Rapid-response thermistors can record the temperature changes associated with each cardiac cycle. This produces a ramplike thermodilution curve like the one shown in Figure 12.3. The change in temperature between each plateau on the curve is caused by dilution of the cold indicator fluid by venous blood that fills the ventricle during diastole. Because the volume that fills the ventricles during diastole is equivalent to the stroke volume, the temperature difference T1 – T2 is the thermal equivalent of the stroke volume. Thus, the points at each end of the temperature change can be taken as the thermal equivalents of the end-diastolic volume (T1) and end-systolic volume (T2), respectively. Because the ejection fraction is the ratio of stroke volume (SV) to end-diastolic volume (EDV), the right-ventricular ejection fraction (RVEF) can be derived using the appropriate thermal equivalents:

RVEF = (T1 – T2)/T1

Normal thermodilution RVEF is 0.45 to 0.50. This is slightly lower than radionuclide RVEF (the gold standard), but the difference is less than 10% (16). Thermodilution RVEF can be measured reliably using a room temperature injectate (given as a 10-mL bolus) (17).

End-Diastolic Volume

Because the thermodilution PA catheter can measure stroke volume, RVEF can be used to derive the right-ventricular end-diastolic volume (RVEDV):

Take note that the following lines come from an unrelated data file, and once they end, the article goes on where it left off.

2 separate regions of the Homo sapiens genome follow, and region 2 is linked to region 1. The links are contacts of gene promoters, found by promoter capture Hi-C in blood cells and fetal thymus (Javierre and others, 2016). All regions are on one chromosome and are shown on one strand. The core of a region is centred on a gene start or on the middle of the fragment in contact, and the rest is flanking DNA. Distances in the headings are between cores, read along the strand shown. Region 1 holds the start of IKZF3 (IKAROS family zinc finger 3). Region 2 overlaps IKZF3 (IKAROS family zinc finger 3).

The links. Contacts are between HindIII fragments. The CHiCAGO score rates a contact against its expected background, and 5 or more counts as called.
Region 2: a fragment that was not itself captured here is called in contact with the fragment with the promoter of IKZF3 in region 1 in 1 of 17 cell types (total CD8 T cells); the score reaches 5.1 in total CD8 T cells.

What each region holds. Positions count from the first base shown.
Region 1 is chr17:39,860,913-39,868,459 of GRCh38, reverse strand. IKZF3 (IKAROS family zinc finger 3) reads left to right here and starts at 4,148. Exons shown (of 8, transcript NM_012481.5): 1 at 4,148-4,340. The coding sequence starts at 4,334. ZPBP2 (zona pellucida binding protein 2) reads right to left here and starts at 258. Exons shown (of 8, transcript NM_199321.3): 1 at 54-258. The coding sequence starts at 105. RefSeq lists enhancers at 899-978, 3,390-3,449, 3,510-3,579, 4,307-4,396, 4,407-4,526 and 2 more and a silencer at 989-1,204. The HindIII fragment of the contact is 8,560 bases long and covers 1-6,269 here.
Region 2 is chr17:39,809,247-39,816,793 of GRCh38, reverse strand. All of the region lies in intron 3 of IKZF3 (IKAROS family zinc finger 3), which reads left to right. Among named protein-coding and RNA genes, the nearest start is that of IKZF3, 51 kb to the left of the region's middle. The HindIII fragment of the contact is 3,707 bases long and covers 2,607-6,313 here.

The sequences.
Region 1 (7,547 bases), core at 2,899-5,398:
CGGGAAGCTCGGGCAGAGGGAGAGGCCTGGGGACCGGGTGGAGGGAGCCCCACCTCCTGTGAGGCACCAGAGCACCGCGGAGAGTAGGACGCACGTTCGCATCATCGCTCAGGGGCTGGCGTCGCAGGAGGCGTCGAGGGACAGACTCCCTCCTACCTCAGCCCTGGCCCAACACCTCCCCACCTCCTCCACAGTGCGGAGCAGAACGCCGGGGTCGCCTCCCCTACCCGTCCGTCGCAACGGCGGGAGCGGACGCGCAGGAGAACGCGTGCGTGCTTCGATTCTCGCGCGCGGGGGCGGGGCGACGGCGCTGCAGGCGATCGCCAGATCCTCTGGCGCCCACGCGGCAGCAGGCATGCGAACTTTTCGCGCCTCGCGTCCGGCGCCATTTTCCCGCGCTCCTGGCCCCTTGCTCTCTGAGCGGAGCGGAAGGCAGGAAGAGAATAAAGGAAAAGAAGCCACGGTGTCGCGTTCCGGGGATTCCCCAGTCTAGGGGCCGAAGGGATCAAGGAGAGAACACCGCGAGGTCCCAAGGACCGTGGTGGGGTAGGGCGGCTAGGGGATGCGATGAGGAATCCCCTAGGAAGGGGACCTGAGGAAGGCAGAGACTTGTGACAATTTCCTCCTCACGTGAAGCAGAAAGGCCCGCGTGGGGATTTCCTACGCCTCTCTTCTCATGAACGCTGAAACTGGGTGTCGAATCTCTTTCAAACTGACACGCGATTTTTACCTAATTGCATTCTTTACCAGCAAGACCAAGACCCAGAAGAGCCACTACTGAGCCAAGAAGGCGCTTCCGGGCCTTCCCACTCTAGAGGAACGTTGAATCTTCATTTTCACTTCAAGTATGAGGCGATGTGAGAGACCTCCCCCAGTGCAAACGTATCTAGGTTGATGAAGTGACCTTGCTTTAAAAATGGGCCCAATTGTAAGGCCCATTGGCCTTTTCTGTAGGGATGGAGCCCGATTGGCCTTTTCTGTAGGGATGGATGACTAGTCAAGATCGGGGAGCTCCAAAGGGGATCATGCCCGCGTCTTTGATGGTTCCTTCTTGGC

This allows for a determination of ventricular preload (end-diastolic volume) at the bedside, and bypasses the shortcomings of end-diastolic pressure (e.g., the central venous pressure) as a reflection of preload (18).


The most recent development in the thermodilution method has led to the introduction of a PA catheter that can monitor cardiac output continuously, without the need for intermittent bolus injections of indicator fluid (19). This catheter (Baxter Edwards Critical Care, Irvine, California) is equipped with a 10-cm thermal filament located 15 to 25 cm from the catheter tip. The filament generates low-energy heat pulses that are transmitted to the surrounding blood. The resulting change in blood temperature is then used to generate a thermodilution curve for determining cardiac output. Although the output is called continuous cardiac output, the measurement is an average cardiac output recorded over 3-minute time intervals and updated every 30 to 60 seconds.

Continuous thermodilution cardiac output monitoring has proven to be both safe and reliable (19,20). However, it has yet to gain widespread popularity, probably because of the added cost of the newer technology. Nevertheless, the advantages of a continuous measure of cardiac output (e.g., more on-line information regarding trends in cardiac output) seem to justify the additional cost of the technology in patients with unstable or severely compromised hemodynamic function.